They may not be Chinese spies, but I bet they stand to make millions, possibly billions on vaccine patents and pharmaceutical equity investments they hold.

sentry
sentry
Reply to  The Wild Geese Howard
1 month ago

did you know there was an article in a kennedy magazine(1997) claiming there will be a problematic airborne virus in 2020 affecting mostly old people. Gates gave an interview in that issue as well, coincidentally.
Apparently those writers were able to decipher the communist intention of the future chinese elites.

Last edited 1 month ago by sentry
Ben the Layabout
Ben the Layabout
Reply to  sentry
1 month ago

The pre-pandemic funding and collaborations are not secret at all. What’s more interesting is to speculate whether and to what degree these people are aligned with the Chinese or with various “plots” or organizations with one goal or another. I still hold to the opinion that the virus accidentally got out of a lab, probably WIV. Of course, more nefarious conjectures are also possible.

MemeWarVet
MemeWarVet
Reply to  Ben the Layabout
1 month ago

The other party is clearly not arguing in good faith and I’d suggest ignoring him

The Wild Geese Howard
The Wild Geese Howard
Reply to  MemeWarVet
1 month ago

I’m of the opinion that it was a Chinese PsyOp

Totally agree.

It was a very low-risk, high-potential reward op.

If it didn’t work, just play it off as an overreaction, sweep it under the rug, wait a few years for people to forget, then try again.

It did work, spectacularly, so here we are.

Also note life in Wuhan has been back to normal for months.

Interesting Western media does not report that fact at all.

Last edited 1 month ago by The Wild Geese Howard
Alzaebo
Alzaebo
Reply to  The Wild Geese Howard
1 month ago

“Also note life in Wuhan has been back to normal for months.”

yes! Thanks, that’s what I was thinking.

Alzaebo
Alzaebo
Reply to  Alzaebo
1 month ago

I guess the underlying idea is that big religions are based on a framework of political fraud.

The old polytheists must’ve looked at the monotheist supremacists and said, “who da f*** you think you are?!!”

Well, heck, anybody would say that to any invading army. The invaders, without doubt, would have whatever vindication at hand.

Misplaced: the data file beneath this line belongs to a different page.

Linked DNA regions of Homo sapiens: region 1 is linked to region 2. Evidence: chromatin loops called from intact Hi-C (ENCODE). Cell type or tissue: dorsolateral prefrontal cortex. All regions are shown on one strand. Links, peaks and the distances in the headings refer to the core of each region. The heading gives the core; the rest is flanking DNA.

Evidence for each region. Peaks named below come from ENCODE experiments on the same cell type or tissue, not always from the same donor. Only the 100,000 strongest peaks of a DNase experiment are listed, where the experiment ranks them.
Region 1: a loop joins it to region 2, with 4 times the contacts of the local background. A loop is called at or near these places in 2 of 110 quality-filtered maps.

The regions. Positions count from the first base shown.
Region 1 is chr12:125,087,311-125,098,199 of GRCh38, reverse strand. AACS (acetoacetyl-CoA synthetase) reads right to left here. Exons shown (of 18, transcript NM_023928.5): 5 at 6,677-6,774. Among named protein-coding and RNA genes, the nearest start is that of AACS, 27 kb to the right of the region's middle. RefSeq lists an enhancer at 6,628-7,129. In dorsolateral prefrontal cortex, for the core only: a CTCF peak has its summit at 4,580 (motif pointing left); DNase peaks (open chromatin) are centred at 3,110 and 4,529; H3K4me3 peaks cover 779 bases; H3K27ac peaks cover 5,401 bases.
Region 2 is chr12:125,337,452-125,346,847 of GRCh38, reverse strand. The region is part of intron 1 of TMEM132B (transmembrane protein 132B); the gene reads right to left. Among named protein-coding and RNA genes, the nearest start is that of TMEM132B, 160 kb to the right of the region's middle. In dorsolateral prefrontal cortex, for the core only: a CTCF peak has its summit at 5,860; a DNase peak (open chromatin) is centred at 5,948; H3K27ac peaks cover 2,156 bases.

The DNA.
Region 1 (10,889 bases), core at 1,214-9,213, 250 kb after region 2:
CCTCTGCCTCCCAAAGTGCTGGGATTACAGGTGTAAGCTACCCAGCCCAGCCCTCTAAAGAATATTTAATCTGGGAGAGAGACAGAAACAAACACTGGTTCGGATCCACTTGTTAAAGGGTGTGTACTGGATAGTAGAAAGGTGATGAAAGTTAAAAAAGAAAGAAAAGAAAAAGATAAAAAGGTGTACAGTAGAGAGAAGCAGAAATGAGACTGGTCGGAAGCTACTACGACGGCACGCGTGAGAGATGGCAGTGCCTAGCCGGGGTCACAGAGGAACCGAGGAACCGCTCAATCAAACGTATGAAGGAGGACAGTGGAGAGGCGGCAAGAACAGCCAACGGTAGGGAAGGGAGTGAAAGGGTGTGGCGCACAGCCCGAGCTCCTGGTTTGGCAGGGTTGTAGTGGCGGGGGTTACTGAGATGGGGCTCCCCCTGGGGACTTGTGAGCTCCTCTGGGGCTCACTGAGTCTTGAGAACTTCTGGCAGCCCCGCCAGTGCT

Last edited 1 month ago by Alzaebo
The Wild Geese Howard
The Wild Geese Howard
Reply to  Alzaebo
1 month ago

people tottering, then dropping dead in the street,

I believe many of those are fakes.

To me, the dead giveaway are the drop-dead videos where the hazmat suit guys immediately appear.

If the person who dropped dead simply had minor cold symptoms, how did hazmat suits know they should have been near that person at that precise moment?

Even better are the ones where they are equipped with stretchers and ambulances.

MemeWarVet
MemeWarVet
Reply to  The Wild Geese Howard
1 month ago

The Bat-Eaters knew Western Karens would buy it, and that’s what matters

Jack Dobson
Jack Dobson
Reply to  Alzaebo
1 month ago

Yes, the religious element is the main element of progressivism. Antiracism now fills the void left by Global Warming/Climate Change. The big difference between now and twenty years ago was the upper class/elite cynically knew what a fraud these things were and cynically used them to manipulate the Left. As it now stands, not a small number–perhaps a majority–of the elite worship the gods they promote right along with the hoi polloi. It actually is the scariest part of contemporary America, the rise of Social Justice Warriorism among the upper classes, who used to know it was all bullshit.

Alzaebo
Alzaebo
Reply to  Jack Dobson
1 month ago

Thanks, I blundered off a bit, but that was the idea: they come to believe their own bullskype.

For their kids, acting if it’s true faith becomes the kids’ ticket up, their foot on the ladder, their internship.

The kids don’t know the backstory, the deal behind the curtain- it doesn’t matter that their parents were lying. Only results matter.

Last edited 1 month ago by Alzaebo
Brother John
Member
1 month ago

The thing about Kaus’ observation on 2016 politics is that he was at least one, probably three election cycles out of date. Had someone risen to challenge McCain in 2008, or Bush II four years prior, they would, and in fact were, easily co-opted by the GOP power center. That’s precisely what happened to the Tea Party. But Trump had a base because those who formed it understood that that particular ship had long sailed. The GOP had lied and would continue to lie on immigration, and because Trump was utterly unique in his utterances on that topic that year,… Read more »

Jack Dobson
Jack Dobson
1 month ago

I will listen to the podcast over lunch, but, wow, very thought-provoking introduction. I never considered the role hubris played in the Buckleyites’ belief they could change left-wing minds. You made particularly good observations about mass migration and drug abuse.

So ‘grats. Very seldom do I read pieces that change how I think about an issue. This one did on several points. Look forward to the podcast.

Drew
Drew
Reply to  Jack Dobson
1 month ago

Another corollary to his observation about Buckleyites is that when people do change their minds about something, they don’t tend to make a public proclamation about it, or even confess it to the first that pointed out flaws in their thinking, which makes the Buckley dream even more laughable.

Judge Smails
Judge Smails
1 month ago

Joe Biden’s Greatest Hits! Order while supplies last
https://twitter.com/realPowerTie/status/1313983383198863360